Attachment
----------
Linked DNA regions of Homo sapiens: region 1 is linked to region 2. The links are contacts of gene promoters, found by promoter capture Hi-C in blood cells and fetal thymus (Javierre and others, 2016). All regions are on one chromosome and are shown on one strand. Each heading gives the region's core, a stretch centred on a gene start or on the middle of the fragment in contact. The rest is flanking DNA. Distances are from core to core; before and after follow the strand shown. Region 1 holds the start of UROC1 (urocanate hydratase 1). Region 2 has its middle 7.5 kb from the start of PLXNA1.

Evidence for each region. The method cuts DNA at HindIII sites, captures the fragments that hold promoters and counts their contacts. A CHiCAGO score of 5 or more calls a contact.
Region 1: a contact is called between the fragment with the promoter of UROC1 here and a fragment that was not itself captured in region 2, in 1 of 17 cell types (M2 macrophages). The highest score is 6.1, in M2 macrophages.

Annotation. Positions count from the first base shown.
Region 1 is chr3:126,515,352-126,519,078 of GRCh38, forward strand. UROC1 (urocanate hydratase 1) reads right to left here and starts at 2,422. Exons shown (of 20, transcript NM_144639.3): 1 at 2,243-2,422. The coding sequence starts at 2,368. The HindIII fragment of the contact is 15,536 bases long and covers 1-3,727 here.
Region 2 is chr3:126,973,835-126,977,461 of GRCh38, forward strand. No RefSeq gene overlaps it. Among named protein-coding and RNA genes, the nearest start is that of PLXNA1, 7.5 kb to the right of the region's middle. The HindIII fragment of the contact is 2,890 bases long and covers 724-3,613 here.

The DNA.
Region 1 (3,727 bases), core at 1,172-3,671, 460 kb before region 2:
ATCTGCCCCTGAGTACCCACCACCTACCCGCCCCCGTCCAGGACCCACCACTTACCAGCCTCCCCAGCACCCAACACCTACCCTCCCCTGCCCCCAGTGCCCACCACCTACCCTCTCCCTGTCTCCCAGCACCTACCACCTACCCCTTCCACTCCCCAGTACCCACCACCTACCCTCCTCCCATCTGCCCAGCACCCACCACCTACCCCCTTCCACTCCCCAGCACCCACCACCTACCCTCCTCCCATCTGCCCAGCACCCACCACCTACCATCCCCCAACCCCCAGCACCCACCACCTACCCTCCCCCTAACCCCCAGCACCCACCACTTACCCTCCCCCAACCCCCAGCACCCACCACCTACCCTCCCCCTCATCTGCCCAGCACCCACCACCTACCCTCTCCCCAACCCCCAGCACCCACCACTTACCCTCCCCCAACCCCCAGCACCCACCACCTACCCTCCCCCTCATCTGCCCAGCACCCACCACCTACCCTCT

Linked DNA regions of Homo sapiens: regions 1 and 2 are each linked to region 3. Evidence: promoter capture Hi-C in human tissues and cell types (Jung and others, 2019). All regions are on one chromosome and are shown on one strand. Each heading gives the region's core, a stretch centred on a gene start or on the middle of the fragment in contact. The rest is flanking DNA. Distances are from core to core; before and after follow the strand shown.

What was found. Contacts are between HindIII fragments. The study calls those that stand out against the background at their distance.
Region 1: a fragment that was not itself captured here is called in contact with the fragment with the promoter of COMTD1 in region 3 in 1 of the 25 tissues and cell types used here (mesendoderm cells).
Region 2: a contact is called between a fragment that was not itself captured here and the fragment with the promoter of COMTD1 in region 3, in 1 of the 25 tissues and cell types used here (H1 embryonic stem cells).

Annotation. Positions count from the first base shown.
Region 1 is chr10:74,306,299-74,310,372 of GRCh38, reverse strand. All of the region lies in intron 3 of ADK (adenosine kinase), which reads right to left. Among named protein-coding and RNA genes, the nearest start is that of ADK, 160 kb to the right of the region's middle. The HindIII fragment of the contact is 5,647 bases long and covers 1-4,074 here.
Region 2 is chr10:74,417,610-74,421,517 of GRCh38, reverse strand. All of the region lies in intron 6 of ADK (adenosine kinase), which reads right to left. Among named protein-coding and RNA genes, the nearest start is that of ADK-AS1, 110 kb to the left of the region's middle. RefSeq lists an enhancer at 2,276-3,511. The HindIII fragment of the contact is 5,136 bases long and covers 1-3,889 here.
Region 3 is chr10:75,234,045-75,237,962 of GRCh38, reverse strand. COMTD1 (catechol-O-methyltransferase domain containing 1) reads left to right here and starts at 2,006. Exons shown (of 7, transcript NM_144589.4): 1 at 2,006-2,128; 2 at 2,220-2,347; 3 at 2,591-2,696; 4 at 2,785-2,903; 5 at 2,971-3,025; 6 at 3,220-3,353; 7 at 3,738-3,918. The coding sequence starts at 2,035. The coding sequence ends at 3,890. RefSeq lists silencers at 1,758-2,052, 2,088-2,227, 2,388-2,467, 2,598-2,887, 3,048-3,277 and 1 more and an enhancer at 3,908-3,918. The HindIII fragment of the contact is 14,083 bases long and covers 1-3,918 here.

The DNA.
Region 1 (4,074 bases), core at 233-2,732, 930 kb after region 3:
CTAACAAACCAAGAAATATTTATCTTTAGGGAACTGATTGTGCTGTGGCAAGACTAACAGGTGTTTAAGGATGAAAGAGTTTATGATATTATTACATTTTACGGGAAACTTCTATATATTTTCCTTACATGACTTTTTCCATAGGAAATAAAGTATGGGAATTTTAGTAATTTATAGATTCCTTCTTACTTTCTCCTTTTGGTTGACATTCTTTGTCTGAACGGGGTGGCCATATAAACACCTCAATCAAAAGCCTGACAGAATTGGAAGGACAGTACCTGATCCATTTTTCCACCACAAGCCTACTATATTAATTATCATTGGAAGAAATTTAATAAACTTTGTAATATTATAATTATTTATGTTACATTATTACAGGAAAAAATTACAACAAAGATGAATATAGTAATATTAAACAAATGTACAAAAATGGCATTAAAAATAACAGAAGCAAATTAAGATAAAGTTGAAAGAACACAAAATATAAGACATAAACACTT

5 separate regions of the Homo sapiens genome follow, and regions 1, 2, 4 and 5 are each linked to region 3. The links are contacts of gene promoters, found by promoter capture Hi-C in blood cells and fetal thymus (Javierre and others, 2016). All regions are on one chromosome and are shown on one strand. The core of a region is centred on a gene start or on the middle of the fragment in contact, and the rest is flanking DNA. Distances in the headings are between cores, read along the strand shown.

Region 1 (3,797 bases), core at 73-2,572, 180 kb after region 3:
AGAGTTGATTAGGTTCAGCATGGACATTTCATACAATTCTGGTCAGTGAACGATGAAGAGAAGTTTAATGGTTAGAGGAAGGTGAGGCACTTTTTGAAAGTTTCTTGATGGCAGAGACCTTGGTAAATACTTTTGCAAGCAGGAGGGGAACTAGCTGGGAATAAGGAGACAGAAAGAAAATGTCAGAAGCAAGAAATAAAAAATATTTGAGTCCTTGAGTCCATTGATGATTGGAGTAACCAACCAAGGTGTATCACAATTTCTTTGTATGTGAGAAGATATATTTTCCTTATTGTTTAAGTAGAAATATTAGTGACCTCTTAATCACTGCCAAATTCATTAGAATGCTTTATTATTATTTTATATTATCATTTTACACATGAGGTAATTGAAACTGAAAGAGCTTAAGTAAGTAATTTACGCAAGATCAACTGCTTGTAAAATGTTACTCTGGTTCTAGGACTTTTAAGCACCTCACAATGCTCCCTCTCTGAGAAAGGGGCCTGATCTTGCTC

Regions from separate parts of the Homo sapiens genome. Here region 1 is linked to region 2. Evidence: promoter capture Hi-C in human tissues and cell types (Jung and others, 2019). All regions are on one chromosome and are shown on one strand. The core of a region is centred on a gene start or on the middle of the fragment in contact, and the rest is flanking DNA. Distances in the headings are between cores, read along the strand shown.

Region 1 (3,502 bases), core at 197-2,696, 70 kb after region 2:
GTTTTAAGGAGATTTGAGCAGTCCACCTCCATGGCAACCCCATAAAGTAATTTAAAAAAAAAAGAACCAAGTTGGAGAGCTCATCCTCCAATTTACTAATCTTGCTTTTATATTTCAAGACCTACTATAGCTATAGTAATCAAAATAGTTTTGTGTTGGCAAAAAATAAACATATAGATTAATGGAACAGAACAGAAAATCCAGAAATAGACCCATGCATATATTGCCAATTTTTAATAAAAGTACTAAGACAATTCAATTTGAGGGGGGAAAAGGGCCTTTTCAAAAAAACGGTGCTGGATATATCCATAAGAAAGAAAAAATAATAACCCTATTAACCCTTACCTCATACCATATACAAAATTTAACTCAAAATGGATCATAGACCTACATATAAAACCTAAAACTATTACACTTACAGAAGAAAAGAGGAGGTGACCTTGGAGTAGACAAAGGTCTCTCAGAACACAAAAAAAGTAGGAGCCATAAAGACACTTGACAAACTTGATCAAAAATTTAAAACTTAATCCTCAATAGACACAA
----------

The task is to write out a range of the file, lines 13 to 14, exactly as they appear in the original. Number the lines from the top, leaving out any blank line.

Region 2: a contact is called between a fragment that was not itself captured here and the fragment with the promoter of COMTD1 in region 3, in 1 of the 25 tissues and cell types used here (H1 embryonic stem cells).

Annotation. Positions count from the first base shown.